Just as it is a good practice to make all fields private unless they need greater visibility, it is a good practice to make all fields final unless they need to be mutable.
in Java Concurrency in Practice (page 48)
Are you following these fundamental principles?
Just so we’re on the same page, an immutable object is on whose state cannot be changed after construction.
This view is supported by Joshua Bloch in Effective Java (2nd). Item 13 states: “Minimize the accessibility of classes and members.”
The single most important factor that distinguishes a well-designed module from a poorly designed one is the degree to which the module hides its internal data and other implementation details from other modules.
He goes on to say some fundamental principles.
A well designed module hides all of its implementation details, cleanly separating its API from its implementation. Modules then communicate only through their APIs and are oblivious to each others’ inner workings.
Effective Java (2nd), page 67
These are really the basics of information hiding or encapsulation. Basics of OOP programming! It’s a good idea to learn these well.
Think twice before making any fields public. Hold it. No, don’t make it public! Think twice before making it any other than private!
But to make sure you only expose what is absolutely needed requires some thought. You need your own judgment and experience.
As for the second part, item 15 states: “Minimize mutability.”
I think this one is a little harder to justify and not so obvious. But Bloch has some very good arguments. Together with Goetz, they convinced me that I should utilize immutability more often when I’m designing classes.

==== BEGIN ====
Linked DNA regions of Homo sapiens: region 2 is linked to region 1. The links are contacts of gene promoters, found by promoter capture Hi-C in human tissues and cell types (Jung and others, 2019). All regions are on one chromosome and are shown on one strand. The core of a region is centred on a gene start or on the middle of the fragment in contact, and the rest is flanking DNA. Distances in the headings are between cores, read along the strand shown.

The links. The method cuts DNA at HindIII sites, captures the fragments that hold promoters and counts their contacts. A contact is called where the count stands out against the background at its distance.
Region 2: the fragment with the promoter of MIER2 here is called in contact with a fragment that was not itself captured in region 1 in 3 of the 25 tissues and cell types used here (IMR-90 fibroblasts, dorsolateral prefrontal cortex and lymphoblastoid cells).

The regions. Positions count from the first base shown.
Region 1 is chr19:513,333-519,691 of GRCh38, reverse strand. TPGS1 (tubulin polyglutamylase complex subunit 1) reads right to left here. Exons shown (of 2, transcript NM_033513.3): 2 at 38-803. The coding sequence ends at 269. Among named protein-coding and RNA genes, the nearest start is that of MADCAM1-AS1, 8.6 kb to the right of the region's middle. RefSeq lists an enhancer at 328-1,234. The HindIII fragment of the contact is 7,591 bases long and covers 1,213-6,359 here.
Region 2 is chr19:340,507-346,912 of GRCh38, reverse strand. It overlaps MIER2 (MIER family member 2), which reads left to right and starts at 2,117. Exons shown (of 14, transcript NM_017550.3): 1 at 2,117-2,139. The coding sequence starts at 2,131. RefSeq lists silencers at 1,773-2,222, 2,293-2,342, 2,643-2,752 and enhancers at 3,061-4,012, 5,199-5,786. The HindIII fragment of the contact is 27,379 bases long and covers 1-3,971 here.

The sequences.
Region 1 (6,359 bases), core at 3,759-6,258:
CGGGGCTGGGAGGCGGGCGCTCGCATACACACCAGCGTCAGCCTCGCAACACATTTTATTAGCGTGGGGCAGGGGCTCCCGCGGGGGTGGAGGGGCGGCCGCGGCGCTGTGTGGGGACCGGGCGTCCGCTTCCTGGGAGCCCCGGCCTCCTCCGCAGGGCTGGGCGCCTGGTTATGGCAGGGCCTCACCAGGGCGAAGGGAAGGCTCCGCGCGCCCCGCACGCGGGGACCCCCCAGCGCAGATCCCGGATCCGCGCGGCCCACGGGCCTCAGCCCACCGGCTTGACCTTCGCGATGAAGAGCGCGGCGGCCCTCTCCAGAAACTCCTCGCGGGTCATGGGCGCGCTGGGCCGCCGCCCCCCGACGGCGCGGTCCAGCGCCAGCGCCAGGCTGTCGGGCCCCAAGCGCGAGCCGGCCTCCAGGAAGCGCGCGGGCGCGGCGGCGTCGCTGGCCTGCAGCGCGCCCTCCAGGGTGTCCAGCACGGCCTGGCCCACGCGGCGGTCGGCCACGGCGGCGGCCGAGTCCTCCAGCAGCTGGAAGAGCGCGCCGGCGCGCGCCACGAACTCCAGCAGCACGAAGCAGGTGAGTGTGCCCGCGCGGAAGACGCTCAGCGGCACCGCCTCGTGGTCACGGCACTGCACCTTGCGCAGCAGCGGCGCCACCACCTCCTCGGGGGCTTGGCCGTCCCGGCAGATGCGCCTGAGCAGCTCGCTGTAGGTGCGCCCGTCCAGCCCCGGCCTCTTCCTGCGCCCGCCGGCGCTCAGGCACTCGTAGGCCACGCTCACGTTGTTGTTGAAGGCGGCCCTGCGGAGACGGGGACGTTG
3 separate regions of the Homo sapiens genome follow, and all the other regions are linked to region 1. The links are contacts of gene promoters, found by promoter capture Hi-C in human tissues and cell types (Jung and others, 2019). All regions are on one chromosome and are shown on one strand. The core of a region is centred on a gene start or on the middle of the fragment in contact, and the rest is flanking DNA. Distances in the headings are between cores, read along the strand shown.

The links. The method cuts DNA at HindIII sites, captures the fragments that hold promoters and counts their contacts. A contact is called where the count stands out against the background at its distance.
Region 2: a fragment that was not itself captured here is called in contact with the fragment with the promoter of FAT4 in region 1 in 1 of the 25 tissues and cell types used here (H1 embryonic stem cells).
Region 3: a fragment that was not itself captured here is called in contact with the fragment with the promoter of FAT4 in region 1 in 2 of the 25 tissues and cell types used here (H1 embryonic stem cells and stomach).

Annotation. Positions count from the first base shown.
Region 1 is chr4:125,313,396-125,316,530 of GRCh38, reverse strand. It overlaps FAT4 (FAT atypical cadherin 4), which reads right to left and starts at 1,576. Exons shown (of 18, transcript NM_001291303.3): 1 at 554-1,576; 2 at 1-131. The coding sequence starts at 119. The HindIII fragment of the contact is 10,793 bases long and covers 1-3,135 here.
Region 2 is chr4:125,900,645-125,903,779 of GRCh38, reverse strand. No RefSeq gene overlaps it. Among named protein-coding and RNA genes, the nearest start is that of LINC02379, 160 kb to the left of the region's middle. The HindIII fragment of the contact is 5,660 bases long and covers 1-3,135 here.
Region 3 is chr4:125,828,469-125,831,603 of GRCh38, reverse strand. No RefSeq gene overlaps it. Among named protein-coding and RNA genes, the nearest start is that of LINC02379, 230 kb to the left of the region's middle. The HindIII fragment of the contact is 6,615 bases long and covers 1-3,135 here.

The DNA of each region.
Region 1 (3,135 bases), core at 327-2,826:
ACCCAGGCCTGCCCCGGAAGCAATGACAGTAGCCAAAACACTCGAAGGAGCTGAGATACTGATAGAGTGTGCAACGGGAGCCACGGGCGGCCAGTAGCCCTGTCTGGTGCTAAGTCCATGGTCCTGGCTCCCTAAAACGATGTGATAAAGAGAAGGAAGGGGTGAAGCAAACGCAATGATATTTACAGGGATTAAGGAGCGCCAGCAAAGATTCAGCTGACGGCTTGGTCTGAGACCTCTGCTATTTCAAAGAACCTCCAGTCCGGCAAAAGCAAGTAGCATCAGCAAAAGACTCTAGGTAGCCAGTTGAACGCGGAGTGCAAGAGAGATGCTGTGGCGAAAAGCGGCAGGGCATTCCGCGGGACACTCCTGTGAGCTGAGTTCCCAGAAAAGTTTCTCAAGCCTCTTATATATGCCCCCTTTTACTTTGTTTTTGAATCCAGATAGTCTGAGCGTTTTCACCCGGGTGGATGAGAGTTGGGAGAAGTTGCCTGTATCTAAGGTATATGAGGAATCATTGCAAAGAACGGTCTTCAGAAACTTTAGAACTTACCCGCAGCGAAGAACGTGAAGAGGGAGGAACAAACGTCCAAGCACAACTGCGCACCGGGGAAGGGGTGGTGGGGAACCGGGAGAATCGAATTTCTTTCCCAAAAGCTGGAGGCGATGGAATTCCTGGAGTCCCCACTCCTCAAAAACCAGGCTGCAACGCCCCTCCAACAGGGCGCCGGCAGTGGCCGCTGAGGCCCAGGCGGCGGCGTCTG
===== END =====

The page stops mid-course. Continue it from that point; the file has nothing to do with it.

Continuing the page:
Immutable classes are easier to design, implement, and use than mutable classes. They are less prone to error and are more secure.
But how? Follow these 5 steps (as per Bloch).
1. Don’t provide any methods that modify the object’s state.
2. Ensure the class can’t be extended.
3. Make all fields final.
4. Make all fields private.
5. Ensure exclusive access to any mutable components.
Goets says it a little bit differently.
An object is immutable if:
– Its state cannot be modified after construction;
– All its fields are final;
– It is properly constructed (the this reference does not escape during construction)
Immutable objects pack a lot of goodies in them.
One more time. Tell me what are the benefits of immutable objects!
They are simple to understand.
They are thread safe.
They require no synchronization.
Let’s end with a great summary note from Bloch, “Classes should be immutable unless there’s a very good reason to make t hem mutable.”
“If a class cannot be made immutable, limit its mutablity as much as possible.”
Learn these design principles!
All in all, I recommend reading Item 15 from the Effective Java book. And re-read a few times until it becomes part of your design logic.
It’s all about getting better.
It’s all about improving.
It’s good to learn from the pros. Everybody needs a little guidance. I know I do. (These 2 books are excellent! Recommended.)